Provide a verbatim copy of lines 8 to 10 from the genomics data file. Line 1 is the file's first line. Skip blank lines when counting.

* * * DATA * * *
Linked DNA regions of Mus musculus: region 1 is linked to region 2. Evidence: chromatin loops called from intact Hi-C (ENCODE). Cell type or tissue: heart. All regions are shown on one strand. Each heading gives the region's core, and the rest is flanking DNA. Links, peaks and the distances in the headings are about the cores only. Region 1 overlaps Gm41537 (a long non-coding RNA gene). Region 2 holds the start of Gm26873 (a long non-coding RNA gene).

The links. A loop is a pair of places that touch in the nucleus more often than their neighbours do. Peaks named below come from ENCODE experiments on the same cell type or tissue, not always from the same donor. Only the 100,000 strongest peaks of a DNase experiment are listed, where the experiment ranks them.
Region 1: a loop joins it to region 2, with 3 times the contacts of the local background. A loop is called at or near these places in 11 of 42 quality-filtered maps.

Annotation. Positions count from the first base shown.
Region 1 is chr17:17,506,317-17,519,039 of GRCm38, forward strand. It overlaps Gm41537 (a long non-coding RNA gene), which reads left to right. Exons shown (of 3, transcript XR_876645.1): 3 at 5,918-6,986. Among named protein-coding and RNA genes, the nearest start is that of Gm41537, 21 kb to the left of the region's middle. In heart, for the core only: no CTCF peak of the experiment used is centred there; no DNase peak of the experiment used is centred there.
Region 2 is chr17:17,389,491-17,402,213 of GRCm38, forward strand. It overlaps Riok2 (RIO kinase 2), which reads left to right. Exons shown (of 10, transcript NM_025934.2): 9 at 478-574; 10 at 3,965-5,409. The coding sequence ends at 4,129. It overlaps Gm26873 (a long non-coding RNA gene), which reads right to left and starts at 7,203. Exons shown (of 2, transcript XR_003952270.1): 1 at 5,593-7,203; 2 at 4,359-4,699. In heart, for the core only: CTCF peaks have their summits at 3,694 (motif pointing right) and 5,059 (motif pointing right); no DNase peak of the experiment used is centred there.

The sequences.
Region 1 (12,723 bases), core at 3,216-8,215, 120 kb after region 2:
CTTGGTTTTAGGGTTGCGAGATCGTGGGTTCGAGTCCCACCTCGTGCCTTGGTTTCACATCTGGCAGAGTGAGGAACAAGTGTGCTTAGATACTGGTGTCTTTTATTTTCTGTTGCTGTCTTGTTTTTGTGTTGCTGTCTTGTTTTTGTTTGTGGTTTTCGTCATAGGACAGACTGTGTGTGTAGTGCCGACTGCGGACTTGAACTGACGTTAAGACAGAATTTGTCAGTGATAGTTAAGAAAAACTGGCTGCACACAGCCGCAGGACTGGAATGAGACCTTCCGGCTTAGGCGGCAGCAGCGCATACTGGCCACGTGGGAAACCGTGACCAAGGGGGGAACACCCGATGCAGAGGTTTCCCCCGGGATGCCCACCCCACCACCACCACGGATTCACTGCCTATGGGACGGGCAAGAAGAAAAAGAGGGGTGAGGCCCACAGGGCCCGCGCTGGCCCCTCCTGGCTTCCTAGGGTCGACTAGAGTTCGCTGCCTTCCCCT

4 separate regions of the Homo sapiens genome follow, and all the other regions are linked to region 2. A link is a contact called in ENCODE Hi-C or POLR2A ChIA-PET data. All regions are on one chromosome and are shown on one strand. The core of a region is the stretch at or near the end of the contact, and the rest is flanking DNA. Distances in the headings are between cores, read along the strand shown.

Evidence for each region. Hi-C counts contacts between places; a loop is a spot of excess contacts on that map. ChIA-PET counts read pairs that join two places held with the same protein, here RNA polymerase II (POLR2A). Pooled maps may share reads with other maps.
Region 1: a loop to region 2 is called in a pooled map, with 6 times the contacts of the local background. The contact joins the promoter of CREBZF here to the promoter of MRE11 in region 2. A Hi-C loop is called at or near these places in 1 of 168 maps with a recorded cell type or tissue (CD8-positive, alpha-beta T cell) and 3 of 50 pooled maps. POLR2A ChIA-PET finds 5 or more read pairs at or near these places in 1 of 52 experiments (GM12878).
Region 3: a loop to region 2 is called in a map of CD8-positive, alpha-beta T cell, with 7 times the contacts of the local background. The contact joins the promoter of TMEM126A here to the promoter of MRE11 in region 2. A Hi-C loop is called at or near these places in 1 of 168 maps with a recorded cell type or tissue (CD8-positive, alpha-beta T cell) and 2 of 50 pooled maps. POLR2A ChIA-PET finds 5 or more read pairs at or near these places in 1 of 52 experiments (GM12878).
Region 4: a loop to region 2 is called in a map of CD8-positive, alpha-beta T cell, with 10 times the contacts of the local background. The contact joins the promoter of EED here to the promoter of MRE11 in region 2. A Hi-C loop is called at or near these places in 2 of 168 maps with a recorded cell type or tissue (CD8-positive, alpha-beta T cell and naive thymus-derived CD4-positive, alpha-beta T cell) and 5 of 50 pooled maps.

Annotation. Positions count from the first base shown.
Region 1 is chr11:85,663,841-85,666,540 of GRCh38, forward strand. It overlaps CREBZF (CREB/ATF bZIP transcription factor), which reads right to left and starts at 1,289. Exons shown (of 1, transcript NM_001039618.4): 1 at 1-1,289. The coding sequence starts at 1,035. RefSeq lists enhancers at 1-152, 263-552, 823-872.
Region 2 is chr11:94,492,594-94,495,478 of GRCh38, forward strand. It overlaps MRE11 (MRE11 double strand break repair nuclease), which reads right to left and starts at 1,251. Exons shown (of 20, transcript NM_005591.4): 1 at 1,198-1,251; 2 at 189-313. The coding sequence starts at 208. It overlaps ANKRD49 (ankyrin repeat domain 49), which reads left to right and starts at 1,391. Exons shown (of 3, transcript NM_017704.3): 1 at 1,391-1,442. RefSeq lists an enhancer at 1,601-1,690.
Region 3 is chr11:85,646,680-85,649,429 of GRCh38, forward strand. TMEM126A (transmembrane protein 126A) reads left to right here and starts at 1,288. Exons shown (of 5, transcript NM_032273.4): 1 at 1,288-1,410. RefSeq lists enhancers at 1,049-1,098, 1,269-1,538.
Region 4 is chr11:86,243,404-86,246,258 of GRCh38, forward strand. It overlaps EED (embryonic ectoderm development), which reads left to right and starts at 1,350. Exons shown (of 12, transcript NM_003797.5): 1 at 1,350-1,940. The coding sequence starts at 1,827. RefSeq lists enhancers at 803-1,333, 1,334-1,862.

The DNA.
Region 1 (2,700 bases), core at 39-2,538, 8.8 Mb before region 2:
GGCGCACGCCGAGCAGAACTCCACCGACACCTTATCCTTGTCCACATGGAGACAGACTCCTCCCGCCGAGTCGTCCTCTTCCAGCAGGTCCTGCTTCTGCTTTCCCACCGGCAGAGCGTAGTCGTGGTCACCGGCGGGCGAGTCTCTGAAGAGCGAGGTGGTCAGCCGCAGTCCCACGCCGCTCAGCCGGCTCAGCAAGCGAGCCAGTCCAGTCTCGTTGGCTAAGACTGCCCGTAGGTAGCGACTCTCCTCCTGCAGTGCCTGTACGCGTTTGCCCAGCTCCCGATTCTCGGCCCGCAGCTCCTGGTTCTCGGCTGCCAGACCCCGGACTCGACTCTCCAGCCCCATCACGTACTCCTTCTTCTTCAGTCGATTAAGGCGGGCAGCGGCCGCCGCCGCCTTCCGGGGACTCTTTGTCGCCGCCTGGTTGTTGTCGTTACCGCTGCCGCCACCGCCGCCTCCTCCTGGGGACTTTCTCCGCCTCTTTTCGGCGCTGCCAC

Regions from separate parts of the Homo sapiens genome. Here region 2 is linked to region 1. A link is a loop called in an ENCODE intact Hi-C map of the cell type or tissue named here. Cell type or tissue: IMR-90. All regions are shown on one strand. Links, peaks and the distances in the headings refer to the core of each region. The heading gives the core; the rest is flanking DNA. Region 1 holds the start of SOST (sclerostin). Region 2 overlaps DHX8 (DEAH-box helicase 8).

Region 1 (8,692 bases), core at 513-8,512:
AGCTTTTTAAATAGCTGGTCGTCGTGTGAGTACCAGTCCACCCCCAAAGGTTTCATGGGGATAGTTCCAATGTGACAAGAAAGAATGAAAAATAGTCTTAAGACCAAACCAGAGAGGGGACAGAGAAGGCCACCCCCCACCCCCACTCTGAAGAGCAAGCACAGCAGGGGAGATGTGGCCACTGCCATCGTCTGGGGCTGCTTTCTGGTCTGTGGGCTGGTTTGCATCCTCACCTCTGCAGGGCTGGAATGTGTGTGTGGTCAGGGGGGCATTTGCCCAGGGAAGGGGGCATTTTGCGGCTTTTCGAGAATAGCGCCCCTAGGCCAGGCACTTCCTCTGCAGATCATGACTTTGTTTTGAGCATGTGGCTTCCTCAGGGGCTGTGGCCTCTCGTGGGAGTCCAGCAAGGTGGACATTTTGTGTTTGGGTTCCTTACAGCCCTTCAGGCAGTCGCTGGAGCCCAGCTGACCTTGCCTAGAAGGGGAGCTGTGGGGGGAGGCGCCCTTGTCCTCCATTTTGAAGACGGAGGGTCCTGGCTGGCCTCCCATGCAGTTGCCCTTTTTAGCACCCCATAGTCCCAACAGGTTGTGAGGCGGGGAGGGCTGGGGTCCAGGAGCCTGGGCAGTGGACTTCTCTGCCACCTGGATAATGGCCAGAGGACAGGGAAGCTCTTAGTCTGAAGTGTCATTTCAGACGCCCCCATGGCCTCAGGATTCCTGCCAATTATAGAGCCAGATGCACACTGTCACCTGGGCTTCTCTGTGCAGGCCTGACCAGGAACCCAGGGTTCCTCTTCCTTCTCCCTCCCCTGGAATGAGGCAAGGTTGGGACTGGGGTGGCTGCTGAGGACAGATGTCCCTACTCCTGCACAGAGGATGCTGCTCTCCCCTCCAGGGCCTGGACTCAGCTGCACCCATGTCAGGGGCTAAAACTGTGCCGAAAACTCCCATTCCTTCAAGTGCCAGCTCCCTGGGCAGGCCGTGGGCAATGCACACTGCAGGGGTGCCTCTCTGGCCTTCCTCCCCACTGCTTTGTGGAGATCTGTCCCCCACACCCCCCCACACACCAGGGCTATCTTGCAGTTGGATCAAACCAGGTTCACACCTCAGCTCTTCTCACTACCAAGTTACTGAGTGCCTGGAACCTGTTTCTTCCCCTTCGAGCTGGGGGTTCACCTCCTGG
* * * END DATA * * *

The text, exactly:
Region 1 (12,723 bases), core at 3,216-8,215, 120 kb after region 2:
CTTGGTTTTAGGGTTGCGAGATCGTGGGTTCGAGTCCCACCTCGTGCCTTGGTTTCACATCTGGCAGAGTGAGGAACAAGTGTGCTTAGATACTGGTGTCTTTTATTTTCTGTTGCTGTCTTGTTTTTGTGTTGCTGTCTTGTTTTTGTTTGTGGTTTTCGTCATAGGACAGACTGTGTGTGTAGTGCCGACTGCGGACTTGAACTGACGTTAAGACAGAATTTGTCAGTGATAGTTAAGAAAAACTGGCTGCACACAGCCGCAGGACTGGAATGAGACCTTCCGGCTTAGGCGGCAGCAGCGCATACTGGCCACGTGGGAAACCGTGACCAAGGGGGGAACACCCGATGCAGAGGTTTCCCCCGGGATGCCCACCCCACCACCACCACGGATTCACTGCCTATGGGACGGGCAAGAAGAAAAAGAGGGGTGAGGCCCACAGGGCCCGCGCTGGCCCCTCCTGGCTTCCTAGGGTCGACTAGAGTTCGCTGCCTTCCCCT

4 separate regions of the Homo sapiens genome follow, and all the other regions are linked to region 2. A link is a contact called in ENCODE Hi-C or POLR2A ChIA-PET data. All regions are on one chromosome and are shown on one strand. The core of a region is the stretch at or near the end of the contact, and the rest is flanking DNA. Distances in the headings are between cores, read along the strand shown.